The Law Of Collegiality: Revisiting Niagara University V. Nlrb, 2017 St. John's University School of Law
The Law Of Collegiality: Revisiting Niagara University V. Nlrb, Rev. Carl L. Pieber
The Catholic Lawyer
No abstract provided.
Hate Speech In The Schools: A Potential Change In Direction, 2017 University of Maine School of Law
Hate Speech In The Schools: A Potential Change In Direction, Kevin W. Saunders
Maine Law Review
The law regarding free expression and students in the public schools has long been somewhat confused. An early Supreme Court vindication of student speech rights has eroded over the years. Yet, it is perhaps unclear how great the erosion has been and how much of the original recognition still stands. This has left the lower courts rather unwilling to protect school students from hate speech, at least in cases where there has not been a history of such speech leading to disruption or even violence. Only recently has there been some sign of change in that regard, with a few ...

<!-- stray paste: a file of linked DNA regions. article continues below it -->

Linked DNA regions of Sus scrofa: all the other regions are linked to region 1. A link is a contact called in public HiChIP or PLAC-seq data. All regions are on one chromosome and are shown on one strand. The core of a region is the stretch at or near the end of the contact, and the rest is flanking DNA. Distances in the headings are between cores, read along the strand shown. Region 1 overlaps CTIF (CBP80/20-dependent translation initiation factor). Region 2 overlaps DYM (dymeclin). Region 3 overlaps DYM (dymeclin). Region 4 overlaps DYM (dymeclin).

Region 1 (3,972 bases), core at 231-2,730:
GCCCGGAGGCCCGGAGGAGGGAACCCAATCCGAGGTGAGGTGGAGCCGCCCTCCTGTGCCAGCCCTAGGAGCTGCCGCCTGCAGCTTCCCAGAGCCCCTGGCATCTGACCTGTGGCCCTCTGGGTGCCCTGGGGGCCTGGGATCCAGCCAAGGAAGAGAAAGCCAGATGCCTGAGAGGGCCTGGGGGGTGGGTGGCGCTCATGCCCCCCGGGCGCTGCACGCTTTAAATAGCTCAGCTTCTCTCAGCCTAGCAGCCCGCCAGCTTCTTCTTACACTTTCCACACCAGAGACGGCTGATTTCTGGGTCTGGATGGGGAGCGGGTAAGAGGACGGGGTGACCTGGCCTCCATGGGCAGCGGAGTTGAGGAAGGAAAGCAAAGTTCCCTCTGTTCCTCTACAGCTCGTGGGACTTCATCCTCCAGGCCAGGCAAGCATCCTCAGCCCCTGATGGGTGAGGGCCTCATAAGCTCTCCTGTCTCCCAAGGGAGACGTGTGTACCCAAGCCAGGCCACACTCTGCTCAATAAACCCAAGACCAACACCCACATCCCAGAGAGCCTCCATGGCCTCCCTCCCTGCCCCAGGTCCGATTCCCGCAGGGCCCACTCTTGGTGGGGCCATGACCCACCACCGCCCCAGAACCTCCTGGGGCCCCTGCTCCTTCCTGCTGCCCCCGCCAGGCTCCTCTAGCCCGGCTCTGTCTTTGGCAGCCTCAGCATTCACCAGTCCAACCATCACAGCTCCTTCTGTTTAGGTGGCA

Litigation In Search Of Educational Opportunity: An Analysis Of Abbeville County School District Et Al. V. The State Of South Carolina Et Al., Jennifer Michelle Hein
Like many southern states, South Carolina has a history permeated by issues related to race, equity, and educational opportunity. As early as the 1949 South Carolina court case, Briggs v. Elliott, South Carolina has had to address issues of equity and educational opportunity among its disenfranchised and marginalized citizenry. More than 60 years later, in Abbeville County School District et al. v. the State of South Carolina et al., sectors of rural South Carolina, predominantly black and poverty laden, would unite and engage in a legal battle with the State over equity in public education and by judicial mandate, be ...